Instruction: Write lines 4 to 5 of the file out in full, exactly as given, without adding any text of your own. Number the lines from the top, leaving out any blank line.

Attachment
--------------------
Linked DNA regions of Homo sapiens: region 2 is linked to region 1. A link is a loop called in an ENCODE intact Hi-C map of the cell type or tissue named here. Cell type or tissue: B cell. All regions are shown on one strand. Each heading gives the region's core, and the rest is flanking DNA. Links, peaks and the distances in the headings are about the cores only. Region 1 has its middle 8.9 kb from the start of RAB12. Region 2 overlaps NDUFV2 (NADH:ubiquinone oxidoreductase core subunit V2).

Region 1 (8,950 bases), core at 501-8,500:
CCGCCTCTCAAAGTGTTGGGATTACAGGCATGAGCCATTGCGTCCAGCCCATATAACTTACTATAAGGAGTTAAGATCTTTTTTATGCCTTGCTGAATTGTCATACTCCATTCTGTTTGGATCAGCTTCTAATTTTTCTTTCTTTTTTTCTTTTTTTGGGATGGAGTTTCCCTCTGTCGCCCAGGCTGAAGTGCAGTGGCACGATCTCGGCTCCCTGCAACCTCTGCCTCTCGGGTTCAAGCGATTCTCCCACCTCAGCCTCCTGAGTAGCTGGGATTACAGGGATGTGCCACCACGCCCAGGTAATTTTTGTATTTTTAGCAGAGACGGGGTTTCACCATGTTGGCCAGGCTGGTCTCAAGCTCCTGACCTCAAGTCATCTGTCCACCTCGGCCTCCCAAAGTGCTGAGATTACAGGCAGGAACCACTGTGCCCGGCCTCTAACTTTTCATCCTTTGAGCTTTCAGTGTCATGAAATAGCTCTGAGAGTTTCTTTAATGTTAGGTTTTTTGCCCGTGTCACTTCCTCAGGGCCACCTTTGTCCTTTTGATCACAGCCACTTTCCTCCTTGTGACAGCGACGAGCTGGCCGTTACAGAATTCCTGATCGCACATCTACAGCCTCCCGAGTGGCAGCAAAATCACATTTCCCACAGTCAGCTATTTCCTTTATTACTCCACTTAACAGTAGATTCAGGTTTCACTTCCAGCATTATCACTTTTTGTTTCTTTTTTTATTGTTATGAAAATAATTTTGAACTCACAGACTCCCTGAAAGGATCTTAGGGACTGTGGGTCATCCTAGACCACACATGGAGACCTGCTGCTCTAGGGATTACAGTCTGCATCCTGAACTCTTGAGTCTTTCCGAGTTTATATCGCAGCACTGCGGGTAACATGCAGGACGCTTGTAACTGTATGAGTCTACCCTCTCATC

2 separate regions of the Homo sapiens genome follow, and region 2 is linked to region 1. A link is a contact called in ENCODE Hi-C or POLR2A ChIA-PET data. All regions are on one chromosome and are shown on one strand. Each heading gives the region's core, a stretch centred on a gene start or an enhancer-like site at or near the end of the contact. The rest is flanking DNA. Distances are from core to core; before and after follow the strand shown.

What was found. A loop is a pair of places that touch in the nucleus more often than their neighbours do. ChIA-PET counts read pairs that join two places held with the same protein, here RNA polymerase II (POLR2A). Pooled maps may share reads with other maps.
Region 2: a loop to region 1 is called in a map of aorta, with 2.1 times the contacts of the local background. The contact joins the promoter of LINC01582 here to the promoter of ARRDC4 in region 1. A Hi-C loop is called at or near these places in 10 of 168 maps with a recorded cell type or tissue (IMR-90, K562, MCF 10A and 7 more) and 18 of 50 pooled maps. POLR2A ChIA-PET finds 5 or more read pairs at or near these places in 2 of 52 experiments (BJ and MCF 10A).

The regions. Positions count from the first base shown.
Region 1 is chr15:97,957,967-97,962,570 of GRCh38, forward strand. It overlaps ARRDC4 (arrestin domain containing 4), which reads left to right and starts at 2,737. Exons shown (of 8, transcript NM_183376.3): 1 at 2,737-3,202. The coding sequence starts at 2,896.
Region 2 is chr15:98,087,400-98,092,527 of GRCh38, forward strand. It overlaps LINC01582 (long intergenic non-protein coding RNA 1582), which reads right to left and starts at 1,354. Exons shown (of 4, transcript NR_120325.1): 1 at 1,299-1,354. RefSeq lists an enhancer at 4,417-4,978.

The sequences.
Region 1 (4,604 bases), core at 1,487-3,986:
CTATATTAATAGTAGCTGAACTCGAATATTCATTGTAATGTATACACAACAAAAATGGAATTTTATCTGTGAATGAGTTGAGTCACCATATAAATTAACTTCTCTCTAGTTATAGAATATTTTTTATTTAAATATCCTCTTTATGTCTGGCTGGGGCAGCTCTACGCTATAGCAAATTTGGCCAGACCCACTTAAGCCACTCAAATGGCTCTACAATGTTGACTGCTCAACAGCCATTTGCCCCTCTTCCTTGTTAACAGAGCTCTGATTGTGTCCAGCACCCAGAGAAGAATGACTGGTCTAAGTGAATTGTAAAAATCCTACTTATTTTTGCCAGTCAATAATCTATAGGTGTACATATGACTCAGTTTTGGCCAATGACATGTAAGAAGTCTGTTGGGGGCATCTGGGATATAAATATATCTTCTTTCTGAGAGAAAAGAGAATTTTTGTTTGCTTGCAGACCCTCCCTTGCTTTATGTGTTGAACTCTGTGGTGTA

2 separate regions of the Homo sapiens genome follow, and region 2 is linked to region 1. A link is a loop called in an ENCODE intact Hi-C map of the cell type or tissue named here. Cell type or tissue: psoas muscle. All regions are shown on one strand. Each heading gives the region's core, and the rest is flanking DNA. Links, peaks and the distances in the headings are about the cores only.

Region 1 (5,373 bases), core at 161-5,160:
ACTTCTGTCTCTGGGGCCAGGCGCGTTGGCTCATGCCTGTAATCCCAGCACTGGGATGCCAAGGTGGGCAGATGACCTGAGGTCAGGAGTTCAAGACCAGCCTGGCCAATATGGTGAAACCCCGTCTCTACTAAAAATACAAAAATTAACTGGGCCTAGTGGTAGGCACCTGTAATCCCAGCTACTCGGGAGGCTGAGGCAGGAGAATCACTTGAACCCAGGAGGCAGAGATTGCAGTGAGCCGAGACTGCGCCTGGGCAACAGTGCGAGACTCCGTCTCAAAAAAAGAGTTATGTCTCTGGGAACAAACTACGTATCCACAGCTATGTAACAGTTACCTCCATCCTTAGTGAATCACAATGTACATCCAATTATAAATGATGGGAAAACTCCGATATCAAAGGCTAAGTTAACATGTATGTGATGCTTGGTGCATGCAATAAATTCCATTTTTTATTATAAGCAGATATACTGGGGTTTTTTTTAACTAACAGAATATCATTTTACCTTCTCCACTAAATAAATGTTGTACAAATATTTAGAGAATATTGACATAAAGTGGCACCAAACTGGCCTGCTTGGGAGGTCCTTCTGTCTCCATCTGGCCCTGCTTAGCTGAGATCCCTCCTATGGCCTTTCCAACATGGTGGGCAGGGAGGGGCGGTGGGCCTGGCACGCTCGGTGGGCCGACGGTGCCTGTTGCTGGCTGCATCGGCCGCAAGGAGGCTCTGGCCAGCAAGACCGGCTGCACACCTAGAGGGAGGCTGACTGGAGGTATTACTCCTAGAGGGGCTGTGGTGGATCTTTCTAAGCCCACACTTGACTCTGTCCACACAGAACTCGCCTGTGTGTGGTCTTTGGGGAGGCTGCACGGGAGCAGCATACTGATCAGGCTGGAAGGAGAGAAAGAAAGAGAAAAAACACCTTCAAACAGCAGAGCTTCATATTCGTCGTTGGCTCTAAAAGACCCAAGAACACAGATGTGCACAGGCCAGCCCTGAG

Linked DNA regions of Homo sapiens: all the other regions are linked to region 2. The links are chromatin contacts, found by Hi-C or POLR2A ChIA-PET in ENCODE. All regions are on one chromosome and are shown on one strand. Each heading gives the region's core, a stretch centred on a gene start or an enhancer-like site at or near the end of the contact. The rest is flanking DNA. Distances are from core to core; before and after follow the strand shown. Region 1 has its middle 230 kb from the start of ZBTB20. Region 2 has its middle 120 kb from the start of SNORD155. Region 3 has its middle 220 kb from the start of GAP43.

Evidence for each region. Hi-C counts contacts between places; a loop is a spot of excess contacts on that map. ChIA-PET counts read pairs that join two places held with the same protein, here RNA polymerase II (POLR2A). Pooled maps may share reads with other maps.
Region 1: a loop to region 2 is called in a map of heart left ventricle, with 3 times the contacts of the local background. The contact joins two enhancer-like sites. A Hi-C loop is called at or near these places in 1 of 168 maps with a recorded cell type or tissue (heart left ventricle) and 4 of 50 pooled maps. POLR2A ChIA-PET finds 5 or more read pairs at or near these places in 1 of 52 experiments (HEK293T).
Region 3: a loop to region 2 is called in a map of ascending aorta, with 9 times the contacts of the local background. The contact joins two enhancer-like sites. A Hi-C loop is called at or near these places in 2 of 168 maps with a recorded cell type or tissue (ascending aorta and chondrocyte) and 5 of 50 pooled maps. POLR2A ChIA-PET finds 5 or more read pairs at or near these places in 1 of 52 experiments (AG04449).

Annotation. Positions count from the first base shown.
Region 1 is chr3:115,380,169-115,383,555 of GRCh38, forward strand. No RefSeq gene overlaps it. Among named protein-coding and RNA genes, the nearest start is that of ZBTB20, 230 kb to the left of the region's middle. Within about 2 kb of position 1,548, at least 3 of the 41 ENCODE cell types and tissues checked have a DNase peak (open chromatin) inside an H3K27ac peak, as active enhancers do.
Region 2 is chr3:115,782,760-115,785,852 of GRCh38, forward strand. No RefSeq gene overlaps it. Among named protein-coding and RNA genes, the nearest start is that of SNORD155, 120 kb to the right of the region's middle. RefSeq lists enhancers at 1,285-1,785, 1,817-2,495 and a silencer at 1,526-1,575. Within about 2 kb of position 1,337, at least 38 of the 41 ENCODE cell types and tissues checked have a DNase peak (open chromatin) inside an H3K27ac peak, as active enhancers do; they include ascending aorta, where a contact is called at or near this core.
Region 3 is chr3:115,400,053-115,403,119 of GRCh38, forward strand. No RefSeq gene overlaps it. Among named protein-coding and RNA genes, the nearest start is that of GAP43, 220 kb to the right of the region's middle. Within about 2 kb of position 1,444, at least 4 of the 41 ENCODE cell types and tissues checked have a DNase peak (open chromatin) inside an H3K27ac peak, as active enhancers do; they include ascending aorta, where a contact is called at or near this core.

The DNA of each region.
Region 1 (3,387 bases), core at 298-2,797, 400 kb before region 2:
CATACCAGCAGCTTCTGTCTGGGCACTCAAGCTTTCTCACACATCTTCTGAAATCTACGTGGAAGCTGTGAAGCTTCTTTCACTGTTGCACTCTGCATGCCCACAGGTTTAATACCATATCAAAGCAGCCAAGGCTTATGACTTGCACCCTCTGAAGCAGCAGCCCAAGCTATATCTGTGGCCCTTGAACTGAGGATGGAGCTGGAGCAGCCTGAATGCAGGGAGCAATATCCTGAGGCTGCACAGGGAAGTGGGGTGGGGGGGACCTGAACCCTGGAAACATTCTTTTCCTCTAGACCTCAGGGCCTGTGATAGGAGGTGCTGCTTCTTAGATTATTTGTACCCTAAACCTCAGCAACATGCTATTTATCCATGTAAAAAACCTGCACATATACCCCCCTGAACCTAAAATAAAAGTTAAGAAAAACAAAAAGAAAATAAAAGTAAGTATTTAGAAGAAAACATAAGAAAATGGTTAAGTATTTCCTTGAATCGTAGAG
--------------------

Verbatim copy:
2 separate regions of the Homo sapiens genome follow, and region 2 is linked to region 1. A link is a contact called in ENCODE Hi-C or POLR2A ChIA-PET data. All regions are on one chromosome and are shown on one strand. Each heading gives the region's core, a stretch centred on a gene start or an enhancer-like site at or near the end of the contact. The rest is flanking DNA. Distances are from core to core; before and after follow the strand shown.

What was found. A loop is a pair of places that touch in the nucleus more often than their neighbours do. ChIA-PET counts read pairs that join two places held with the same protein, here RNA polymerase II (POLR2A). Pooled maps may share reads with other maps.